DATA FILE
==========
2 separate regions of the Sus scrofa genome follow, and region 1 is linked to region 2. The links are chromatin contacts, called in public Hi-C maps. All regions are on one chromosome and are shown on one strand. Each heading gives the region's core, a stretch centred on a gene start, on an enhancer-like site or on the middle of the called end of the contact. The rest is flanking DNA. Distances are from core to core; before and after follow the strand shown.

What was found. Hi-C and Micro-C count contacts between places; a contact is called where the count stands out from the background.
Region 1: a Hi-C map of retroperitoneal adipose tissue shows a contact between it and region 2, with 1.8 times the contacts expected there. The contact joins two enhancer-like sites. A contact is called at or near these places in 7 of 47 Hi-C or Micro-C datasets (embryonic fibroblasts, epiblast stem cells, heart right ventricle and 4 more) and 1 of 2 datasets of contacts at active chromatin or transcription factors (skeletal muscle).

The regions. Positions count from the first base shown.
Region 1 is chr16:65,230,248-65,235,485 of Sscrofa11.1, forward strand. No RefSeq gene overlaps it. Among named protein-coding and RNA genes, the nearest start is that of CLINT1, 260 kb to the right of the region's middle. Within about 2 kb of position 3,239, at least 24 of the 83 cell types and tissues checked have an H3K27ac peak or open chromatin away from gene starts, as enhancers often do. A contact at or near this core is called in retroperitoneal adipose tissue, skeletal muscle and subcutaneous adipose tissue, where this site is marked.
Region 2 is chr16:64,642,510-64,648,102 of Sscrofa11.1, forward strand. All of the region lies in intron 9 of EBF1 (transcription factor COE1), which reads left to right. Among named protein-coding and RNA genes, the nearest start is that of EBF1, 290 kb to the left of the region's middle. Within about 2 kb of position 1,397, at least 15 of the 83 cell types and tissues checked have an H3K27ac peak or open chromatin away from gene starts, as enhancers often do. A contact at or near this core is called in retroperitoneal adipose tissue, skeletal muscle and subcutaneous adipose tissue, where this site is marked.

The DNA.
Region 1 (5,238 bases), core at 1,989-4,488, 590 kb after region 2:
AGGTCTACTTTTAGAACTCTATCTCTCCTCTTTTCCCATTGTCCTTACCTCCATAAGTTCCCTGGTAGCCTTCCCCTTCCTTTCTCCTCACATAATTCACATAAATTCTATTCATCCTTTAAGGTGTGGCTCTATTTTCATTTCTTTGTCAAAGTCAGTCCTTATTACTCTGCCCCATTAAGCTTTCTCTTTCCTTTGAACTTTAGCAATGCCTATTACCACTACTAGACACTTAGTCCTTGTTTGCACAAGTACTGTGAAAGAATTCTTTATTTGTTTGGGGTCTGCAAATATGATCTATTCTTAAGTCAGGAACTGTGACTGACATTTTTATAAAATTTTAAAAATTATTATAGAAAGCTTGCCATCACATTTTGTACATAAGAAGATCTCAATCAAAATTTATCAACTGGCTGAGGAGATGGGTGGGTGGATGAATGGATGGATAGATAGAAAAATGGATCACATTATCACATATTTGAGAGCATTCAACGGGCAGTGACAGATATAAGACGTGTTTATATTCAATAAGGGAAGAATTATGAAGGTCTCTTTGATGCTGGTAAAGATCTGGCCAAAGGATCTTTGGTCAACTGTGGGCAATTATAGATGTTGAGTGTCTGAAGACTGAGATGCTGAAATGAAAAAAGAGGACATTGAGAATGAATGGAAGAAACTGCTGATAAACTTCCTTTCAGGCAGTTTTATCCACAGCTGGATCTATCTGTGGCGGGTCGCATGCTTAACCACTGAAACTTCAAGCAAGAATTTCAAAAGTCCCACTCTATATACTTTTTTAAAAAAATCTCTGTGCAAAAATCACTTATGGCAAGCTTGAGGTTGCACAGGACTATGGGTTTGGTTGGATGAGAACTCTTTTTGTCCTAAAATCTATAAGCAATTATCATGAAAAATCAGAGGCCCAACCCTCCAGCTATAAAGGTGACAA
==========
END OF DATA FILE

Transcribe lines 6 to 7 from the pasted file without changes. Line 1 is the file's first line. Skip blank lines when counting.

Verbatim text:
Region 2 is chr16:64,642,510-64,648,102 of Sscrofa11.1, forward strand. All of the region lies in intron 9 of EBF1 (transcription factor COE1), which reads left to right. Among named protein-coding and RNA genes, the nearest start is that of EBF1, 290 kb to the left of the region's middle. Within about 2 kb of position 1,397, at least 15 of the 83 cell types and tissues checked have an H3K27ac peak or open chromatin away from gene starts, as enhancers often do. A contact at or near this core is called in retroperitoneal adipose tissue, skeletal muscle and subcutaneous adipose tissue, where this site is marked.

The DNA.